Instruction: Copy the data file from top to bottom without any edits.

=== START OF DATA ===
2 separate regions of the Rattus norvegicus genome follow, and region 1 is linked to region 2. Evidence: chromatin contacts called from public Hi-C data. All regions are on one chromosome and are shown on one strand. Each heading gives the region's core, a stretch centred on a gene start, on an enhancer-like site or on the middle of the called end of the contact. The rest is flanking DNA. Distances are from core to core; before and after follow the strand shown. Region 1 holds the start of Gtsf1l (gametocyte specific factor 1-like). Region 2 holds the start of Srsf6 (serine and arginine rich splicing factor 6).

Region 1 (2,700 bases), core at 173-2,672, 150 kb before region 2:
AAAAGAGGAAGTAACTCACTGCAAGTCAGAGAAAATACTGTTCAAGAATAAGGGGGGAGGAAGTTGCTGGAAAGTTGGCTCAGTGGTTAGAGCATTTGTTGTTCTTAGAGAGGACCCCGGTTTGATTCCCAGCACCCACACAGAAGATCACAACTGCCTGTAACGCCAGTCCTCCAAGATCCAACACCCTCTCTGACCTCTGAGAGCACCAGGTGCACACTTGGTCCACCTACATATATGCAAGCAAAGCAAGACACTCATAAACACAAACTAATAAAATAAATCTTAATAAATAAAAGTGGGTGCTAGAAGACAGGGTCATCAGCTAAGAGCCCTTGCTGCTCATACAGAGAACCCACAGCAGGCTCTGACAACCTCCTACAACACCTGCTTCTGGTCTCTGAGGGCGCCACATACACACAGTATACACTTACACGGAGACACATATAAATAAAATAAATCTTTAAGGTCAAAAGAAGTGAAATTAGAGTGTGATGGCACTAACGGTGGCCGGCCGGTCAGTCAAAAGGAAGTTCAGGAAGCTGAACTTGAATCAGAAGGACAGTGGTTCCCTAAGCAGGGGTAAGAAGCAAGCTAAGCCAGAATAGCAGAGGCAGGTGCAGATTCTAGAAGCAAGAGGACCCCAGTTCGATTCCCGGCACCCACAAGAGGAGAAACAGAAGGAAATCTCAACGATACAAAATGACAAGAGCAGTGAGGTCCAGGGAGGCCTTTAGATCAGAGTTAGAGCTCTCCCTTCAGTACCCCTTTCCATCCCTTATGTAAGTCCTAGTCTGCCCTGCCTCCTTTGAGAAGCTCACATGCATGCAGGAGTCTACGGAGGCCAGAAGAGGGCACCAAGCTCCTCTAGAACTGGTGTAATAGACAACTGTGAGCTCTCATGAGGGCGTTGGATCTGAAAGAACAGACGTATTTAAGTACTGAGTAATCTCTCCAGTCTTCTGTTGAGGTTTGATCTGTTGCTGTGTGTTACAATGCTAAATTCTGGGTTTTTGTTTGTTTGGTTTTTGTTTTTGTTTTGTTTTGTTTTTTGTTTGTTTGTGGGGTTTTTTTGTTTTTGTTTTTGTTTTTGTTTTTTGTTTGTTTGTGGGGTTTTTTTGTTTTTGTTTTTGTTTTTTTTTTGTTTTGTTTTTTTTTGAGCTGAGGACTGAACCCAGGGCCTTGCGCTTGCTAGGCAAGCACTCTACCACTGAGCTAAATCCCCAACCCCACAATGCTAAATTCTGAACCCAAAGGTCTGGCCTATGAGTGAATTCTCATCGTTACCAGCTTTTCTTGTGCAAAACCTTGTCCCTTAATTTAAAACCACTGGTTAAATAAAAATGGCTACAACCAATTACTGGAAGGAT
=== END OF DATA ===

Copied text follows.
2 separate regions of the Rattus norvegicus genome follow, and region 1 is linked to region 2. Evidence: chromatin contacts called from public Hi-C data. All regions are on one chromosome and are shown on one strand. Each heading gives the region's core, a stretch centred on a gene start, on an enhancer-like site or on the middle of the called end of the contact. The rest is flanking DNA. Distances are from core to core; before and after follow the strand shown. Region 1 holds the start of Gtsf1l (gametocyte specific factor 1-like). Region 2 holds the start of Srsf6 (serine and arginine rich splicing factor 6).

Region 1 (2,700 bases), core at 173-2,672, 150 kb before region 2:
AAAAGAGGAAGTAACTCACTGCAAGTCAGAGAAAATACTGTTCAAGAATAAGGGGGGAGGAAGTTGCTGGAAAGTTGGCTCAGTGGTTAGAGCATTTGTTGTTCTTAGAGAGGACCCCGGTTTGATTCCCAGCACCCACACAGAAGATCACAACTGCCTGTAACGCCAGTCCTCCAAGATCCAACACCCTCTCTGACCTCTGAGAGCACCAGGTGCACACTTGGTCCACCTACATATATGCAAGCAAAGCAAGACACTCATAAACACAAACTAATAAAATAAATCTTAATAAATAAAAGTGGGTGCTAGAAGACAGGGTCATCAGCTAAGAGCCCTTGCTGCTCATACAGAGAACCCACAGCAGGCTCTGACAACCTCCTACAACACCTGCTTCTGGTCTCTGAGGGCGCCACATACACACAGTATACACTTACACGGAGACACATATAAATAAAATAAATCTTTAAGGTCAAAAGAAGTGAAATTAGAGTGTGATGGCACTAACGGTGGCCGGCCGGTCAGTCAAAAGGAAGTTCAGGAAGCTGAACTTGAATCAGAAGGACAGTGGTTCCCTAAGCAGGGGTAAGAAGCAAGCTAAGCCAGAATAGCAGAGGCAGGTGCAGATTCTAGAAGCAAGAGGACCCCAGTTCGATTCCCGGCACCCACAAGAGGAGAAACAGAAGGAAATCTCAACGATACAAAATGACAAGAGCAGTGAGGTCCAGGGAGGCCTTTAGATCAGAGTTAGAGCTCTCCCTTCAGTACCCCTTTCCATCCCTTATGTAAGTCCTAGTCTGCCCTGCCTCCTTTGAGAAGCTCACATGCATGCAGGAGTCTACGGAGGCCAGAAGAGGGCACCAAGCTCCTCTAGAACTGGTGTAATAGACAACTGTGAGCTCTCATGAGGGCGTTGGATCTGAAAGAACAGACGTATTTAAGTACTGAGTAATCTCTCCAGTCTTCTGTTGAGGTTTGATCTGTTGCTGTGTGTTACAATGCTAAATTCTGGGTTTTTGTTTGTTTGGTTTTTGTTTTTGTTTTGTTTTGTTTTTTGTTTGTTTGTGGGGTTTTTTTGTTTTTGTTTTTGTTTTTGTTTTTTGTTTGTTTGTGGGGTTTTTTTGTTTTTGTTTTTGTTTTTTTTTTGTTTTGTTTTTTTTTGAGCTGAGGACTGAACCCAGGGCCTTGCGCTTGCTAGGCAAGCACTCTACCACTGAGCTAAATCCCCAACCCCACAATGCTAAATTCTGAACCCAAAGGTCTGGCCTATGAGTGAATTCTCATCGTTACCAGCTTTTCTTGTGCAAAACCTTGTCCCTTAATTTAAAACCACTGGTTAAATAAAAATGGCTACAACCAATTACTGGAAGGAT